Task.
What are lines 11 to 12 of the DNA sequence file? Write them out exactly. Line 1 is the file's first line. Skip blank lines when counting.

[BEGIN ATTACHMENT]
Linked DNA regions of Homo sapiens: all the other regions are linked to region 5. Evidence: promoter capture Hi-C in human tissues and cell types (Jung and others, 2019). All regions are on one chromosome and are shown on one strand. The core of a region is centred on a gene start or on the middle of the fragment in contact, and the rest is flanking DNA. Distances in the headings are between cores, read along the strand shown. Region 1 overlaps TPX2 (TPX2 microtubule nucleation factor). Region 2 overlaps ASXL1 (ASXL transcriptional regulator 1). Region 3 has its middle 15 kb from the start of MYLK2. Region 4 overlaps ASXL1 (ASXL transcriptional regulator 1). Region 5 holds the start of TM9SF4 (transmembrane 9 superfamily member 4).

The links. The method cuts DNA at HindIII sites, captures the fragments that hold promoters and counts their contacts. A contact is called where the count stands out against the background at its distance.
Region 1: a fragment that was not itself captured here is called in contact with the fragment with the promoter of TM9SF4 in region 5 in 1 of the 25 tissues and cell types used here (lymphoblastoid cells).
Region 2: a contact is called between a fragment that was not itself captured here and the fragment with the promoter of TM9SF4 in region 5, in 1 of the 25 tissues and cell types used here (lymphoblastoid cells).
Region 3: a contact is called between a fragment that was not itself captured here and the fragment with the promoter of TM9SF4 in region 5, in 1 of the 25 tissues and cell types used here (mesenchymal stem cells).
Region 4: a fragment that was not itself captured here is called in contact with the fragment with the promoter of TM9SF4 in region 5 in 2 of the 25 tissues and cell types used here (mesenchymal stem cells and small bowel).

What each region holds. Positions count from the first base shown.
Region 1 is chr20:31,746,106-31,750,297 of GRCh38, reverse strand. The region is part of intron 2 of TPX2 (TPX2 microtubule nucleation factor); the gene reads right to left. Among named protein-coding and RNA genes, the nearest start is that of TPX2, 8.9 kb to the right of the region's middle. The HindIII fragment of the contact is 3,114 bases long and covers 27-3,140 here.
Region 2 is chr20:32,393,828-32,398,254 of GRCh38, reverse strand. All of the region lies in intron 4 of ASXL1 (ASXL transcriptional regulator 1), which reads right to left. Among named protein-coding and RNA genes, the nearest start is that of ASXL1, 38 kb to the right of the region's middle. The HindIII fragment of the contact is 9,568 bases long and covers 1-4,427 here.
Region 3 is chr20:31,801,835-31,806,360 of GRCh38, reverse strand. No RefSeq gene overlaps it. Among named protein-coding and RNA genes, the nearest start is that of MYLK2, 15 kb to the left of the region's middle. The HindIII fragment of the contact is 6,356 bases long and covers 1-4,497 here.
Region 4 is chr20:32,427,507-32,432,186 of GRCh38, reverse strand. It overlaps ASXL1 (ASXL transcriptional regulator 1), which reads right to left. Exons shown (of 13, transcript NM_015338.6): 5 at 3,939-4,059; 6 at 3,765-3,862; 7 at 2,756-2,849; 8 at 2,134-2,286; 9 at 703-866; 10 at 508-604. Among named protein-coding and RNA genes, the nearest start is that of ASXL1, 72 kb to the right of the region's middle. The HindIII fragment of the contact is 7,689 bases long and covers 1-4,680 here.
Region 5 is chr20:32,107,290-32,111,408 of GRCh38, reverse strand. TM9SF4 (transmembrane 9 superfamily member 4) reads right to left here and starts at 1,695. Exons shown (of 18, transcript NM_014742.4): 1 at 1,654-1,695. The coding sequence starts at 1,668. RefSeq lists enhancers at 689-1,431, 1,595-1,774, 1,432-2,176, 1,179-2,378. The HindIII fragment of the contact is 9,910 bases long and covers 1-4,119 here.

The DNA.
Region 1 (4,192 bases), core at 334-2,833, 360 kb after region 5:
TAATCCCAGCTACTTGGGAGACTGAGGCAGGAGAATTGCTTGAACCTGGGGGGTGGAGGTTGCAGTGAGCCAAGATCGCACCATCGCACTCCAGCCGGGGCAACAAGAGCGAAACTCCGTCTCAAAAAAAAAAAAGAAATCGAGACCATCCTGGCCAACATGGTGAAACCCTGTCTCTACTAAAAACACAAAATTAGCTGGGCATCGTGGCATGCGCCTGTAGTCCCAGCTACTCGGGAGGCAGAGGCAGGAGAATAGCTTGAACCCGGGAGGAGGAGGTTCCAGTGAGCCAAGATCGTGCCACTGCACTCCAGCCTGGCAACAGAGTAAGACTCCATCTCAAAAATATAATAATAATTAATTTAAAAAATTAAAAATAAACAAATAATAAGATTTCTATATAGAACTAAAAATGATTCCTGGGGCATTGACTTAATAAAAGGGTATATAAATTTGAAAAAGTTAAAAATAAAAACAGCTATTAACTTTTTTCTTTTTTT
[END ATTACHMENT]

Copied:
Region 4 is chr20:32,427,507-32,432,186 of GRCh38, reverse strand. It overlaps ASXL1 (ASXL transcriptional regulator 1), which reads right to left. Exons shown (of 13, transcript NM_015338.6): 5 at 3,939-4,059; 6 at 3,765-3,862; 7 at 2,756-2,849; 8 at 2,134-2,286; 9 at 703-866; 10 at 508-604. Among named protein-coding and RNA genes, the nearest start is that of ASXL1, 72 kb to the right of the region's middle. The HindIII fragment of the contact is 7,689 bases long and covers 1-4,680 here.
Region 5 is chr20:32,107,290-32,111,408 of GRCh38, reverse strand. TM9SF4 (transmembrane 9 superfamily member 4) reads right to left here and starts at 1,695. Exons shown (of 18, transcript NM_014742.4): 1 at 1,654-1,695. The coding sequence starts at 1,668. RefSeq lists enhancers at 689-1,431, 1,595-1,774, 1,432-2,176, 1,179-2,378. The HindIII fragment of the contact is 9,910 bases long and covers 1-4,119 here.